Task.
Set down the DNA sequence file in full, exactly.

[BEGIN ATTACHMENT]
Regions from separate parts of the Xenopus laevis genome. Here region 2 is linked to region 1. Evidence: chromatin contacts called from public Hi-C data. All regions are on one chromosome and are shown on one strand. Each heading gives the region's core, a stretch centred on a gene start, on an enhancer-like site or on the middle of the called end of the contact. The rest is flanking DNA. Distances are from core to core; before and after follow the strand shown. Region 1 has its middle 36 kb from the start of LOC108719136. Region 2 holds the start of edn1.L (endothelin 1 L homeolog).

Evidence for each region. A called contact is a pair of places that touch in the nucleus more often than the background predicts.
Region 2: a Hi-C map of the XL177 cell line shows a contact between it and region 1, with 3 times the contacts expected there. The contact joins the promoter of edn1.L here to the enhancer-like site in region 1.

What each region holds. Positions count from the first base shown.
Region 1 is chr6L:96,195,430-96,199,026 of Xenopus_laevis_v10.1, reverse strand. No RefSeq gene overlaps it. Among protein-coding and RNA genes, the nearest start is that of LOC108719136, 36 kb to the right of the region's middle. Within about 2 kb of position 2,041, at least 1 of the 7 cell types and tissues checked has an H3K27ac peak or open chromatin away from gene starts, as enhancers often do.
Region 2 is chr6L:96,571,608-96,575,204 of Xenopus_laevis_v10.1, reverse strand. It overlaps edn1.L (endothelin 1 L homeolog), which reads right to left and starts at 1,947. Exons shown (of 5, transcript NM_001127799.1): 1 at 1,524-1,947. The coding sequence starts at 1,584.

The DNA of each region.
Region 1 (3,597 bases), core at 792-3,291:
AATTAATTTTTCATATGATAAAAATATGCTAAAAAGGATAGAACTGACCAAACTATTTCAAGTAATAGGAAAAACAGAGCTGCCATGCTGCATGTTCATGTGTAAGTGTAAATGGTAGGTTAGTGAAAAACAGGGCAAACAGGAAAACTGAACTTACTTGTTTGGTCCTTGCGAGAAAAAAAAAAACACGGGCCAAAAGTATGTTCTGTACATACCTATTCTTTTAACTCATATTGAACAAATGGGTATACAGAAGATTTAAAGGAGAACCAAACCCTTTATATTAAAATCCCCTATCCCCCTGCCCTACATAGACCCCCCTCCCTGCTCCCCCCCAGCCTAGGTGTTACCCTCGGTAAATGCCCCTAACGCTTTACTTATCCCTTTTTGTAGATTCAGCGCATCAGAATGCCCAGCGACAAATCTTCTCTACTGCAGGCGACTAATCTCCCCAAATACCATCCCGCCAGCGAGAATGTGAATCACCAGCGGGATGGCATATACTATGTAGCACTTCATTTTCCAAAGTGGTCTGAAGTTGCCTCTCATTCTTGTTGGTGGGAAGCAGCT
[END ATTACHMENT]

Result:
Regions from separate parts of the Xenopus laevis genome. Here region 2 is linked to region 1. Evidence: chromatin contacts called from public Hi-C data. All regions are on one chromosome and are shown on one strand. Each heading gives the region's core, a stretch centred on a gene start, on an enhancer-like site or on the middle of the called end of the contact. The rest is flanking DNA. Distances are from core to core; before and after follow the strand shown. Region 1 has its middle 36 kb from the start of LOC108719136. Region 2 holds the start of edn1.L (endothelin 1 L homeolog).

Evidence for each region. A called contact is a pair of places that touch in the nucleus more often than the background predicts.
Region 2: a Hi-C map of the XL177 cell line shows a contact between it and region 1, with 3 times the contacts expected there. The contact joins the promoter of edn1.L here to the enhancer-like site in region 1.

What each region holds. Positions count from the first base shown.
Region 1 is chr6L:96,195,430-96,199,026 of Xenopus_laevis_v10.1, reverse strand. No RefSeq gene overlaps it. Among protein-coding and RNA genes, the nearest start is that of LOC108719136, 36 kb to the right of the region's middle. Within about 2 kb of position 2,041, at least 1 of the 7 cell types and tissues checked has an H3K27ac peak or open chromatin away from gene starts, as enhancers often do.
Region 2 is chr6L:96,571,608-96,575,204 of Xenopus_laevis_v10.1, reverse strand. It overlaps edn1.L (endothelin 1 L homeolog), which reads right to left and starts at 1,947. Exons shown (of 5, transcript NM_001127799.1): 1 at 1,524-1,947. The coding sequence starts at 1,584.

The DNA of each region.
Region 1 (3,597 bases), core at 792-3,291:
AATTAATTTTTCATATGATAAAAATATGCTAAAAAGGATAGAACTGACCAAACTATTTCAAGTAATAGGAAAAACAGAGCTGCCATGCTGCATGTTCATGTGTAAGTGTAAATGGTAGGTTAGTGAAAAACAGGGCAAACAGGAAAACTGAACTTACTTGTTTGGTCCTTGCGAGAAAAAAAAAAACACGGGCCAAAAGTATGTTCTGTACATACCTATTCTTTTAACTCATATTGAACAAATGGGTATACAGAAGATTTAAAGGAGAACCAAACCCTTTATATTAAAATCCCCTATCCCCCTGCCCTACATAGACCCCCCTCCCTGCTCCCCCCCAGCCTAGGTGTTACCCTCGGTAAATGCCCCTAACGCTTTACTTATCCCTTTTTGTAGATTCAGCGCATCAGAATGCCCAGCGACAAATCTTCTCTACTGCAGGCGACTAATCTCCCCAAATACCATCCCGCCAGCGAGAATGTGAATCACCAGCGGGATGGCATATACTATGTAGCACTTCATTTTCCAAAGTGGTCTGAAGTTGCCTCTCATTCTTGTTGGTGGGAAGCAGCT